Hardness pattern problems
This week we’re getting into more refined problems related to heat treating – namely, uneven hardness patterns and a hardness pattern that doesn’t go deep enough to meet spec. We see these problems surface not infrequently, but they tend to be very application specific.
Uneven hardness patterns become an issue only when the range of Rockwell measurements becomes too wide. You can usually tolerate 3-4 hardness points difference in the same part, but when differences reach 5 and up it’s a quality issue for most manufacturers. Too, Rockwell measures hardness only at the surface. Destructive testing – cutting the part — gets you the depth measurement.
As I’ve mentioned in previous blogs, the design of the heat treating solution should take into account any geometric particularities of the part which may allow some areas to heat faster than others. If that is the case, uneven heat leads to uneven hardness patterns in both your depth and Rockwell hardness levels. In these cases we generally try to take heat away from the areas that are getting too much, by introducing some type of heat sink particular to that area. Again, your hardness level should vary no more than 4 points; depth should be within tolerance, usually 1/8” for 1045, for example.
Also, as I have said before, it’s not just the heat. Uneven agitation in the quench can cause uneven hardness levels and depth. You want the quench action to hit all areas of the part with the same force and direction. We have added lengths of pipe to better control the direction of the quench and solved uneven hardness issues that way.
Depth of the hardness pattern is key. Some parts need a particular depth because hardening may not be the last step in the manufacturing process. If machining occurs after heat treating, too shallow hardness patterns can be machined off. Some parts are designed for a longer service life because with a deeper hardness level the part can sustain more wear and tear – and can even be repaired. Your material also determines the depth and hardness level that’s going to be optimum for the part. Typical depth for 1045 steel is 1/8” at 60 Rockwell. 1050 steel gets to ¼” at 60. 4140 takes more time to quench out, so it loses hardness points. The most you would expect would be 56 Rockwell at ¼” deep.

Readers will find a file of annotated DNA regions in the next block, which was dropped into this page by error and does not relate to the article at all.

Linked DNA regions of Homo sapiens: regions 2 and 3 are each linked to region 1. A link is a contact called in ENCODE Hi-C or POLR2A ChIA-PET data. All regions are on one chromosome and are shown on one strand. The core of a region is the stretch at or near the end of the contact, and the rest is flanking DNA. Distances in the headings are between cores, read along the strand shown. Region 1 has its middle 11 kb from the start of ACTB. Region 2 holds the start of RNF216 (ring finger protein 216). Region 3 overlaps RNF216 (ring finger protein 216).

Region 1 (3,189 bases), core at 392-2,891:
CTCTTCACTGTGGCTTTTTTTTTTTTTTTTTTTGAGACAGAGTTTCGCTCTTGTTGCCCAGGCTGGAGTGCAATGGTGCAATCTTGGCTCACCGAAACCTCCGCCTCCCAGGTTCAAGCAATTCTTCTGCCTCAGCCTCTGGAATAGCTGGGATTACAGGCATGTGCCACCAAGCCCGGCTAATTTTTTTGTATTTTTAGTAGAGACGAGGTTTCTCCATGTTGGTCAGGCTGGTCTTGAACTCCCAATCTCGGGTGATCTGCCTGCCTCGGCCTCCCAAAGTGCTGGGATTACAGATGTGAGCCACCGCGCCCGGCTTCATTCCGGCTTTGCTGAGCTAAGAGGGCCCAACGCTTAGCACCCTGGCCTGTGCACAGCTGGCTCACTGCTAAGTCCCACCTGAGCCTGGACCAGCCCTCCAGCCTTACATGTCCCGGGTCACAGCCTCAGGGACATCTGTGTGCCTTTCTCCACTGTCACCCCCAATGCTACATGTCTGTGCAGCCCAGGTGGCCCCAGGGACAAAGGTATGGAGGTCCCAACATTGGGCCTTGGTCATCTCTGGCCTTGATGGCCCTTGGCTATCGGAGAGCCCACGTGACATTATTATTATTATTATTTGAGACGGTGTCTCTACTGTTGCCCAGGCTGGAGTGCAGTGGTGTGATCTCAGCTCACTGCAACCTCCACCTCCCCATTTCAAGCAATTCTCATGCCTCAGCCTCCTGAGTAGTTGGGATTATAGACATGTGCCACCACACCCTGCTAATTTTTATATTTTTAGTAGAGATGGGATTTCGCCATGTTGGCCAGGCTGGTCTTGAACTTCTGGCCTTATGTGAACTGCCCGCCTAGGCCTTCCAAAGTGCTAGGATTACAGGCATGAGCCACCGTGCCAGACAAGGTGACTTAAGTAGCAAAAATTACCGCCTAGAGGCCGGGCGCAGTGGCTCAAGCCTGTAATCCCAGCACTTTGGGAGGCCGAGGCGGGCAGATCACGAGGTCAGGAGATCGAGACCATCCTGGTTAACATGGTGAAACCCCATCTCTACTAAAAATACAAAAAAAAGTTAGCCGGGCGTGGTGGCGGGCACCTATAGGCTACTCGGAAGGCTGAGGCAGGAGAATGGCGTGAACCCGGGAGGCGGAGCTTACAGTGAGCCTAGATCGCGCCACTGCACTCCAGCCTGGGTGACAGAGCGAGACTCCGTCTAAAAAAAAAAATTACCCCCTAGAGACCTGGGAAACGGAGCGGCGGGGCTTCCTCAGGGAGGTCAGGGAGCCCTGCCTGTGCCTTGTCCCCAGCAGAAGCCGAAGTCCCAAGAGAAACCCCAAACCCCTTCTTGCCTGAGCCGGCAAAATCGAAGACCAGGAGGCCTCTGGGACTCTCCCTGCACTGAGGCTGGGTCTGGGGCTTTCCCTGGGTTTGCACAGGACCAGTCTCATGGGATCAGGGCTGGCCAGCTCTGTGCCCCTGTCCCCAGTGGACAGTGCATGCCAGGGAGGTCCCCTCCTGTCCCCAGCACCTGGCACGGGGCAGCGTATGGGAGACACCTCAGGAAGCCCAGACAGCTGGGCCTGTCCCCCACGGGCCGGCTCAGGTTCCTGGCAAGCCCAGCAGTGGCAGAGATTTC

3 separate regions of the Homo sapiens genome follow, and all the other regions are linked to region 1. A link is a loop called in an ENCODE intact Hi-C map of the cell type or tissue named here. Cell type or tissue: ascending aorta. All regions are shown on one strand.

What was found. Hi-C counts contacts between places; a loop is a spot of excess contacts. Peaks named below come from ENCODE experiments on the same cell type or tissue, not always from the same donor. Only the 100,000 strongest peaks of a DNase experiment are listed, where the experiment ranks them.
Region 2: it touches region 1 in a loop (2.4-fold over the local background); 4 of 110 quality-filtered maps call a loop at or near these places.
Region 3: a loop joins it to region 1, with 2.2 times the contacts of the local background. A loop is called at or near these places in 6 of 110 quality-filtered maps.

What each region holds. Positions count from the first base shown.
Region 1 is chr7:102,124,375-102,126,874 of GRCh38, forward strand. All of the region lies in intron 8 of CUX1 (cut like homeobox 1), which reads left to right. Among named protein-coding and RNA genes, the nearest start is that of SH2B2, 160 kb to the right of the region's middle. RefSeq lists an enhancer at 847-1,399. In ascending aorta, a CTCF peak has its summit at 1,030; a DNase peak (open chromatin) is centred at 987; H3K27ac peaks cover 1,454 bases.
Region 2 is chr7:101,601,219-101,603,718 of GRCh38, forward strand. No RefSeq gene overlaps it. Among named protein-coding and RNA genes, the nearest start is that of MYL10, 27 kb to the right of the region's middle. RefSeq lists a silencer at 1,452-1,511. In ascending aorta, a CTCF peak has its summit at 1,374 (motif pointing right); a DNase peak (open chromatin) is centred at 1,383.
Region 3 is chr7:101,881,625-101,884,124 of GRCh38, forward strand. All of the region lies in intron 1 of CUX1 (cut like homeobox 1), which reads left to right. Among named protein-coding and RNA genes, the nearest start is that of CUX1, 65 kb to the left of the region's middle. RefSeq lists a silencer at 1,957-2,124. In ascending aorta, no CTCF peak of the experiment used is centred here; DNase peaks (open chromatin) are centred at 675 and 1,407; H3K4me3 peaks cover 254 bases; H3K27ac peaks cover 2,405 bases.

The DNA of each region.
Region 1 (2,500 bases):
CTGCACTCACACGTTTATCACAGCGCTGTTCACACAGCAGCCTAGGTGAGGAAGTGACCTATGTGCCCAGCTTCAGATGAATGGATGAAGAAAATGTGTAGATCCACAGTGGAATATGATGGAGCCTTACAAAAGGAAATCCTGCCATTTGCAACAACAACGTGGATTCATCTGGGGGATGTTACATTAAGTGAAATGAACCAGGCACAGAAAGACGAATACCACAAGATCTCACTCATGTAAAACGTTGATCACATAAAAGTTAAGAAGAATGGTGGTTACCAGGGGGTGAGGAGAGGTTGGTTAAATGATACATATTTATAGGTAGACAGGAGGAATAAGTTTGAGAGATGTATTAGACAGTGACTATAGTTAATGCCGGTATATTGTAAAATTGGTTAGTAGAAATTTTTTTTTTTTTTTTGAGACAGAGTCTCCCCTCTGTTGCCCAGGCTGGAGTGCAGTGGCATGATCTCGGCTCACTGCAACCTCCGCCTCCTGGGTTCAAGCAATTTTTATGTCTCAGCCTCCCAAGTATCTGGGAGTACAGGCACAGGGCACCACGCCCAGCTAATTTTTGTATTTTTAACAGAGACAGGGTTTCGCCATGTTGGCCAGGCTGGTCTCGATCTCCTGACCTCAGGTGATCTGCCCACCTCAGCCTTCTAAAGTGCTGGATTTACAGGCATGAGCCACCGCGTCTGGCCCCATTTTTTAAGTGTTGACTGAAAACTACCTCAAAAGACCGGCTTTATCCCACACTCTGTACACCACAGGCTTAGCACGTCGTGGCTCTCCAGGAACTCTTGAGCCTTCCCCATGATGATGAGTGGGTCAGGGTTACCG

So how do you troubleshoot a shallow hardness pattern with flame hardening? Here are some common corrections we use for this problem:
• What is the ratio of oxygen to gas in the flame? A flame with too much oxygen burns too hot, so the surface of the part gets too hot before it can sink in to the required depth. Increase the amount of fuel gas to cool the flame so that heat can sink in without burning or melting the surface.
• What is the temperature of the quenchant? Your quenchant can be too warm for the optimum cooling time to achieve the isothermal transformation. It has to be the correct temperature to cool for the right amount of time to get the depth for your specific material. The longer time a material takes to quench before achieving Martensite, the more depth it can get, but if the quenchant is too warm the higher temps will stretch it out too long to get the correct depth and optimum structure.
• What is the position of the flame head? If your flame head is not at the correct coupling distance (surface of flame head vis a vis surface of part) – you will lose the optimum temperature to sink heat into the part. Typically a good coupling distance is 7/16”.
• Is the heat cycle the correct length for the material? Heating for too short a time creates a very shallow pattern, so if you have an even pattern but shallow depth look to increase your heat time. Conversely, if your heat treating cycle is too long and hot, you can actually “decarb” the steel. Decarb softens the surface, creating a thin (about 0.010”) layer under which you get the proper depth and hardness level. Decarb throws off a lot of folks trying to troubleshoot this problem because it appears that you aren’t achieving the hardness, when you actually are but just not where you want it. The correct cycle times and temperatures of both the heat treating and cooling cycles transform the particular material of the part into Martensite. These vary by material and mass.
As always, if you want to ask me about any heat treating problems you’re experiencing, or anything related to flame hardening as well, email me at firstname.lastname@example.org or call 919-956-5208. Remember, it’s not just the heat, it’s the cool!
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